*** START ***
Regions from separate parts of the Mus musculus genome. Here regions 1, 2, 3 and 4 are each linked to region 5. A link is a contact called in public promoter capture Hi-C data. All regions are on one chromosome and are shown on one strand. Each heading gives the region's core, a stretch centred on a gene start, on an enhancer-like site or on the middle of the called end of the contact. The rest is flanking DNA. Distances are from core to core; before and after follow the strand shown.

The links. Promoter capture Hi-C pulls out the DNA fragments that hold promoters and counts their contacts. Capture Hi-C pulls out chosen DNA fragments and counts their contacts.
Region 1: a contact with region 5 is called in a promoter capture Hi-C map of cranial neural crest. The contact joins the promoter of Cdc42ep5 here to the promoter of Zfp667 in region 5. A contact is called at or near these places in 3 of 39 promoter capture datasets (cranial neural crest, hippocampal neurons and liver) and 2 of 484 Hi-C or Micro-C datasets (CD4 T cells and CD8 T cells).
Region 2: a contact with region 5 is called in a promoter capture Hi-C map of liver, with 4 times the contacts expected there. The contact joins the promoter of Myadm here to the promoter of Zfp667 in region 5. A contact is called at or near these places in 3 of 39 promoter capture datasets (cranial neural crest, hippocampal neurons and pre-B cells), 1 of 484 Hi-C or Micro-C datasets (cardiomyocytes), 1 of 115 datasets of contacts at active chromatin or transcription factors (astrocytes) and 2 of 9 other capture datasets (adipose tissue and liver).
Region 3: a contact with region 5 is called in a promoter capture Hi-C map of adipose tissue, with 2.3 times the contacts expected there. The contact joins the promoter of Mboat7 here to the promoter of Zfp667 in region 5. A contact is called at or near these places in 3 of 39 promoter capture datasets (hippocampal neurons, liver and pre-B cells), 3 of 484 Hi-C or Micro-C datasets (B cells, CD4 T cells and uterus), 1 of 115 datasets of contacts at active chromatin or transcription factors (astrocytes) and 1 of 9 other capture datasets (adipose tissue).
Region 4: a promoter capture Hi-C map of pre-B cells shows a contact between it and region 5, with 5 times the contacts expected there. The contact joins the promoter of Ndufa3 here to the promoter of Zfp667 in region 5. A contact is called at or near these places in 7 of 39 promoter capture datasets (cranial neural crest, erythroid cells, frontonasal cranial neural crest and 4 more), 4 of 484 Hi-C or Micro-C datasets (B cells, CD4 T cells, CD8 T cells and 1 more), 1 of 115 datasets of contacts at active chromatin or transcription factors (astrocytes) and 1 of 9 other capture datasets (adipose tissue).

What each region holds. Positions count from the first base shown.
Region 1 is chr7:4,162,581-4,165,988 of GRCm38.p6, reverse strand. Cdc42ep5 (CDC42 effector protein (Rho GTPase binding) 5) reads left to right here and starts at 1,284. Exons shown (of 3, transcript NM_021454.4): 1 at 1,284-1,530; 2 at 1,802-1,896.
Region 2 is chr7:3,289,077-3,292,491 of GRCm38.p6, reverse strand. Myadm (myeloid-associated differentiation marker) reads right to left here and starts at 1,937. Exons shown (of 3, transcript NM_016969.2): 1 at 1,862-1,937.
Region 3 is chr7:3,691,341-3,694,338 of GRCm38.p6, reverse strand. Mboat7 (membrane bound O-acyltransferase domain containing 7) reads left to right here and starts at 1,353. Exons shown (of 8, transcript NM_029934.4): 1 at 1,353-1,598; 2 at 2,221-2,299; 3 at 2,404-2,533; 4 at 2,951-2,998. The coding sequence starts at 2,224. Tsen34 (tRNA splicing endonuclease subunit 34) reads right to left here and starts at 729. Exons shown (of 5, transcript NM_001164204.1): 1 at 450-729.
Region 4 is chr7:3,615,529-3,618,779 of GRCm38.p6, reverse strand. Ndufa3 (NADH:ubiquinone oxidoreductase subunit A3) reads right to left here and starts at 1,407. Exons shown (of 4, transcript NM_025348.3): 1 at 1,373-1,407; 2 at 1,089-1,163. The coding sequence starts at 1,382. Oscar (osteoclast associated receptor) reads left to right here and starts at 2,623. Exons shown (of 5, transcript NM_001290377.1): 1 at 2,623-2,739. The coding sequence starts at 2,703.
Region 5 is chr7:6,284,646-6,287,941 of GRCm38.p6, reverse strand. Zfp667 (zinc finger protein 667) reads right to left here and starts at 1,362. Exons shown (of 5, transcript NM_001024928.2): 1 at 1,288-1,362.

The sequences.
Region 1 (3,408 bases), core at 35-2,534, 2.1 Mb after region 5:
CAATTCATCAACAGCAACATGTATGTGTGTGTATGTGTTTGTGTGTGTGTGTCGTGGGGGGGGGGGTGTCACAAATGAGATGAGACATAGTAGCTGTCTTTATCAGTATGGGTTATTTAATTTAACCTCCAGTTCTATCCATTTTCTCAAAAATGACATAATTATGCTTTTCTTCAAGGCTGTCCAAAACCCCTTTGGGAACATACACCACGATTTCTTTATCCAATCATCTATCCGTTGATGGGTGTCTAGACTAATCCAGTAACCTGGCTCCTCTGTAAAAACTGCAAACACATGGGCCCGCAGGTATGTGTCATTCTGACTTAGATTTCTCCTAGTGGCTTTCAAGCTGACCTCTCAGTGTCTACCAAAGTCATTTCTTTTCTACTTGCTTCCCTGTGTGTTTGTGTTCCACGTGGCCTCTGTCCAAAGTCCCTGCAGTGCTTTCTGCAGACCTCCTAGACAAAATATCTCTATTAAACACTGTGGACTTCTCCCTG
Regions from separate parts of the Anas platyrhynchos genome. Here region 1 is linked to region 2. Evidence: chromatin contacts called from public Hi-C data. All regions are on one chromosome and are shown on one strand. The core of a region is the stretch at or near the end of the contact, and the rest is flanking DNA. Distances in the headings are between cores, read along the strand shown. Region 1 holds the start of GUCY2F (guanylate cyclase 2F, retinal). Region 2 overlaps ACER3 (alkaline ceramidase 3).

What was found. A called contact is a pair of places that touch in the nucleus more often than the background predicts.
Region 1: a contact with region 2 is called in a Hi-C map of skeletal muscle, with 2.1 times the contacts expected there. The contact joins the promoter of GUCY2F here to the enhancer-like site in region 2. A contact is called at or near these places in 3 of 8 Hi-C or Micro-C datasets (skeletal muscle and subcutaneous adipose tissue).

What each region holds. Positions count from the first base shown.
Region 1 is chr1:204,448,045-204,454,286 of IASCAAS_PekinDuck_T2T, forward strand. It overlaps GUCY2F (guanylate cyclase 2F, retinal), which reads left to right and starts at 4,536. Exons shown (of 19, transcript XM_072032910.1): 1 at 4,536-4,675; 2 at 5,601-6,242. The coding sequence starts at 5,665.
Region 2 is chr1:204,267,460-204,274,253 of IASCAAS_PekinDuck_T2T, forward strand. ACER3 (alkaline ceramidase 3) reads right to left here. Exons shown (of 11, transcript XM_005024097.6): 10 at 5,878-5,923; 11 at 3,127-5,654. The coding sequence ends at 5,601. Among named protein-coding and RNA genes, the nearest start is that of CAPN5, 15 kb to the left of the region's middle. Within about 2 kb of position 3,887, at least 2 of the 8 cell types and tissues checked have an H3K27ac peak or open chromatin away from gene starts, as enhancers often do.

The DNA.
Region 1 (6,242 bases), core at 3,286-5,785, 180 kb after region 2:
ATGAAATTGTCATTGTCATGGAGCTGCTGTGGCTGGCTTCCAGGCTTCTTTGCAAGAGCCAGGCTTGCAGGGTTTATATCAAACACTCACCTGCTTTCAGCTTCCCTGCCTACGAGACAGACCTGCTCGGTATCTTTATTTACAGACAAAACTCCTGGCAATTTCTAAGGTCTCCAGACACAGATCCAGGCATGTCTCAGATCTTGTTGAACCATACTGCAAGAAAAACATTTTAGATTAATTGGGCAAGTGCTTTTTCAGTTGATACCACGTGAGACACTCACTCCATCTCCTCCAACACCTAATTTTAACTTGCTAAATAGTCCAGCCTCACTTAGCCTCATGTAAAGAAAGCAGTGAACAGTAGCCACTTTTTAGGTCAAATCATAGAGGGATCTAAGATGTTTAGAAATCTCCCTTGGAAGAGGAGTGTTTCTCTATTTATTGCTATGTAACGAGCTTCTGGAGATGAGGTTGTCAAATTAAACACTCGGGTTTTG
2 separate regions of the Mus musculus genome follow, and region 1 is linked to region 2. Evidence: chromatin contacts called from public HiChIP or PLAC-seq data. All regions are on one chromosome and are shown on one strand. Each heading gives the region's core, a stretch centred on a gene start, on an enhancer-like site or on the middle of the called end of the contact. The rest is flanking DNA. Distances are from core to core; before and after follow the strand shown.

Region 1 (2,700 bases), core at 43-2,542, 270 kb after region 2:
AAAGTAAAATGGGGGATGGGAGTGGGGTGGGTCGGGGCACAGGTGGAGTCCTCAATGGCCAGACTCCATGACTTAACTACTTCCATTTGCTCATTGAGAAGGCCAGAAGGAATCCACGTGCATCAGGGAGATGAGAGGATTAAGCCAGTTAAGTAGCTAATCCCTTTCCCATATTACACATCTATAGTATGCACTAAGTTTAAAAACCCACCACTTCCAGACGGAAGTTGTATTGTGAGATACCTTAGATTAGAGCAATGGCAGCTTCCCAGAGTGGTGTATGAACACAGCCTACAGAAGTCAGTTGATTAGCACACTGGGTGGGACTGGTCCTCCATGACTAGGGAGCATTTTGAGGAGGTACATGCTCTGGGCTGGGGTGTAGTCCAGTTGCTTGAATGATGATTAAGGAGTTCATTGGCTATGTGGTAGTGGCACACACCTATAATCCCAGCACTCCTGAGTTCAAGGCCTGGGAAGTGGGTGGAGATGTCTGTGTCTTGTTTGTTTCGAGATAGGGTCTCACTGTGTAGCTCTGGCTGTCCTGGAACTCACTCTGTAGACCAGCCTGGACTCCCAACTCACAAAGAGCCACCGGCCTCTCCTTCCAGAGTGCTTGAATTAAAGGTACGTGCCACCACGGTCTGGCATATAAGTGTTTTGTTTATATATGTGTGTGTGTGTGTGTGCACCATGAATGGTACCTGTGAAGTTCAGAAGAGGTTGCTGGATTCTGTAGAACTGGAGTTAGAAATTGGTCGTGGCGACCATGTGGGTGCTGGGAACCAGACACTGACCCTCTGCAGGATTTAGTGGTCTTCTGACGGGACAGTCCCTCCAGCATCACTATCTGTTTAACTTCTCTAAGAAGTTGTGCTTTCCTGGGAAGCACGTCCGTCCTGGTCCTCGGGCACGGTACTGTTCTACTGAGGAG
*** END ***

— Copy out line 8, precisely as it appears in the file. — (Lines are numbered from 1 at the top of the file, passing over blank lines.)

Region 1 is chr7:4,162,581-4,165,988 of GRCm38.p6, reverse strand. Cdc42ep5 (CDC42 effector protein (Rho GTPase binding) 5) reads left to right here and starts at 1,284. Exons shown (of 3, transcript NM_021454.4): 1 at 1,284-1,530; 2 at 1,802-1,896.